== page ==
Background: The long-term outcome of an interventional strategy in patients with non-ST-elevation acute coronary syndrome is unknown. We tested whether an interventional strategy (routine angiography followed by revascularisation) was better than a conservative strategy (ischaemia-driven or symptom-driven angiography) over 5 years' follow-up.
Methods: In a multicentre randomised trial, 1810 patients (from 45 hospitals in England and Scotland, UK) with non-ST-elevation acute coronary syndrome were randomly assigned to receive an early intervention (n=895) or a conservative strategy (n=915) within 48 h of the index episode of cardiac pain. In each group, the aim was to provide the best medical treatment, and also to undertake coronary arteriography within 72 h in the interventional strategy with subsequent management guided by the angiographic findings. Analysis was by intention to treat and the primary outcome (composite of death or non-fatal myocardial infarction) had masked independent adjudication. RITA 3 has been assigned the International Standard Randomised Control Trial Number ISRCTN07752711.
Findings: At 1-year follow-up, rates of death or non-fatal myocardial infarction were similar. However, at a median of 5 years' follow-up (IQR 4.6-5.0), 142 (16.6%) patients with intervention treatment and 178 (20.0%) with conservative treatment died or had non-fatal myocardial infarction (odds ratio 0.78, 95% CI 0.61-0.99, p=0.044), with a similar benefit for cardiovascular death or myocardial infarction (0.74, 0.56-0.97, p=0.030). 234 (102 [12%] intervention, 132 [15%] conservative) patients died during follow-up (0.76, 0.58-1.00, p=0.054). The benefits of an intervention strategy were mainly seen in patients at high risk of death or myocardial infarction (p=0.004), and for the highest risk group, the odds ratio of death or non-fatal myocardial infarction was 0.44 (0.25-0.76).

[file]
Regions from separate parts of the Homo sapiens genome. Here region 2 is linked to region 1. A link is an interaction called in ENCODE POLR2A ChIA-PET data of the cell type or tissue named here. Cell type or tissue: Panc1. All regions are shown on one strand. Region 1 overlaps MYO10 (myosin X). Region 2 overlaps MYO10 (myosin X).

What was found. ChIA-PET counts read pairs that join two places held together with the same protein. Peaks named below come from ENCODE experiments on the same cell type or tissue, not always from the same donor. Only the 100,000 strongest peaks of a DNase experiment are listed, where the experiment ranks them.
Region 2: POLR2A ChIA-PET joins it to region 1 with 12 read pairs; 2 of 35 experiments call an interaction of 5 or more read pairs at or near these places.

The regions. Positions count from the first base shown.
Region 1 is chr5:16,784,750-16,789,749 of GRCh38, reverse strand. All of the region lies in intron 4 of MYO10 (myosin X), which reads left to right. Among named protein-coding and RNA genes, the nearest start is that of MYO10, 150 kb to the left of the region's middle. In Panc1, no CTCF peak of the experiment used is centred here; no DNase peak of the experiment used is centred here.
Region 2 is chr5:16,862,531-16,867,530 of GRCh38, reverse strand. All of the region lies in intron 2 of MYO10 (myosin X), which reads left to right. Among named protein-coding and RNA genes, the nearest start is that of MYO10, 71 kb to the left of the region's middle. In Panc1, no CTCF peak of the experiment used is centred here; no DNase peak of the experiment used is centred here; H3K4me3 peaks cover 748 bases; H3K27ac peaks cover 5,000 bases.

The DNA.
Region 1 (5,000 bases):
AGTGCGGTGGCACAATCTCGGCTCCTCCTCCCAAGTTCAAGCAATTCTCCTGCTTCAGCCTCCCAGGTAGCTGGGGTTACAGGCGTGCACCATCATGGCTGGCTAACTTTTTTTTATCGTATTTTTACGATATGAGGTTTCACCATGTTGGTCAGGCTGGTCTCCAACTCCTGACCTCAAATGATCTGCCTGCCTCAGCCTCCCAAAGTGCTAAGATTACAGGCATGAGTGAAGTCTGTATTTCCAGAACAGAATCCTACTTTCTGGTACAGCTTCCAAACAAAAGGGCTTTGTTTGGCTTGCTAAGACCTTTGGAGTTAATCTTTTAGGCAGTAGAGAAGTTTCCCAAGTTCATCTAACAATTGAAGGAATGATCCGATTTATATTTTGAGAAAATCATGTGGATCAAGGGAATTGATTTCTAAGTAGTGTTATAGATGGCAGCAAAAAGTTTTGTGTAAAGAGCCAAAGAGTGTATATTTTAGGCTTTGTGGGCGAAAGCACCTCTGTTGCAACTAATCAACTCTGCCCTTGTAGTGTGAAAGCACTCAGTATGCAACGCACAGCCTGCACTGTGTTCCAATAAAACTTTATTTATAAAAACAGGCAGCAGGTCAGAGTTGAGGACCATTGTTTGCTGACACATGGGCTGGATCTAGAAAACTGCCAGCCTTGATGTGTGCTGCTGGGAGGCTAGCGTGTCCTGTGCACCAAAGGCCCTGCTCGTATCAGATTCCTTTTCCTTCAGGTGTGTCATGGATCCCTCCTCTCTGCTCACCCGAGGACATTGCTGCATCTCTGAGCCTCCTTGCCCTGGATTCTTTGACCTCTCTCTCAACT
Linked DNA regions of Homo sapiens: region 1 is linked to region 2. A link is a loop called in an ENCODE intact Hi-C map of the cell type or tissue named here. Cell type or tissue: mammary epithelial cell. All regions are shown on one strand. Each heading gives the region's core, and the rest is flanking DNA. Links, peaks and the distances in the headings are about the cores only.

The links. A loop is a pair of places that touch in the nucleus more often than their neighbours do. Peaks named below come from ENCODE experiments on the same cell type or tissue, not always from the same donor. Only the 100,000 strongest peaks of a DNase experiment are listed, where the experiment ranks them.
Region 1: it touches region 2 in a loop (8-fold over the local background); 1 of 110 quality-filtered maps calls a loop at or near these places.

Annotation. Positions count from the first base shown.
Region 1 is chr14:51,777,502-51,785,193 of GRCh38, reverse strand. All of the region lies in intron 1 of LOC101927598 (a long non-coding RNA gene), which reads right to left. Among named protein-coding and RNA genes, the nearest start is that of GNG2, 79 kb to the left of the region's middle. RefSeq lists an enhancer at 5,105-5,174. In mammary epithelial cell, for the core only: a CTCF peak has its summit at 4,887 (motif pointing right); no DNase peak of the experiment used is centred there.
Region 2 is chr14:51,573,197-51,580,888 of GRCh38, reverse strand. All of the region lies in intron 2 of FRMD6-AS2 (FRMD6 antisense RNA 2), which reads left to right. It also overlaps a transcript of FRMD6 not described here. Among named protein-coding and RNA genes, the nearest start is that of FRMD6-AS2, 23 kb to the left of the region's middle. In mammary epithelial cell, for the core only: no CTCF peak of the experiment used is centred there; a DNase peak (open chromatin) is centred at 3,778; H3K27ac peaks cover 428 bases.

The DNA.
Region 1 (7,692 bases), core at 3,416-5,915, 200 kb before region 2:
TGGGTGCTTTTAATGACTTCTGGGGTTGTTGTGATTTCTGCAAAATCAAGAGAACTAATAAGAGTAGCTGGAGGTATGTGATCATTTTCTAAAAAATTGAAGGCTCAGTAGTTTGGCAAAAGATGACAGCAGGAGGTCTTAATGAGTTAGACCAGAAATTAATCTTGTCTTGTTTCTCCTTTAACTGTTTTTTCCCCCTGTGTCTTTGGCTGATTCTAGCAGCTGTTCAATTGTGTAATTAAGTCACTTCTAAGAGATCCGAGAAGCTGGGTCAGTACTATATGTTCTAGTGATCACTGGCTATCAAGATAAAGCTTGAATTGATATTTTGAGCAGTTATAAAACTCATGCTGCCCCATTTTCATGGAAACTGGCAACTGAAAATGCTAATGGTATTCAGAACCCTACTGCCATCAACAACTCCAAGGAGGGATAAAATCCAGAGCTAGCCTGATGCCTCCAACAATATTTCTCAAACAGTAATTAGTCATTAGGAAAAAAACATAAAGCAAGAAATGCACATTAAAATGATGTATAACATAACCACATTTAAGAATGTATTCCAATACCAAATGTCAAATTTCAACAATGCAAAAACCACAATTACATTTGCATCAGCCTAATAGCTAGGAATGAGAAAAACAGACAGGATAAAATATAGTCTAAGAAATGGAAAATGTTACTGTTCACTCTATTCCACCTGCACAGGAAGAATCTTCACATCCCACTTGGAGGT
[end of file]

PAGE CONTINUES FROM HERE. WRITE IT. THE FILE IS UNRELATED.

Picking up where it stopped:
Interpretation: In patients with non-ST-elevation acute coronary syndrome, a routine invasive strategy leads to long-term reduction in risk of death or non-fatal myocardial infarction, and this benefit is mainly in high-risk patients. The findings provide support for national and international guidelines in the need for more robust risk stratification in acute coronary syndrome.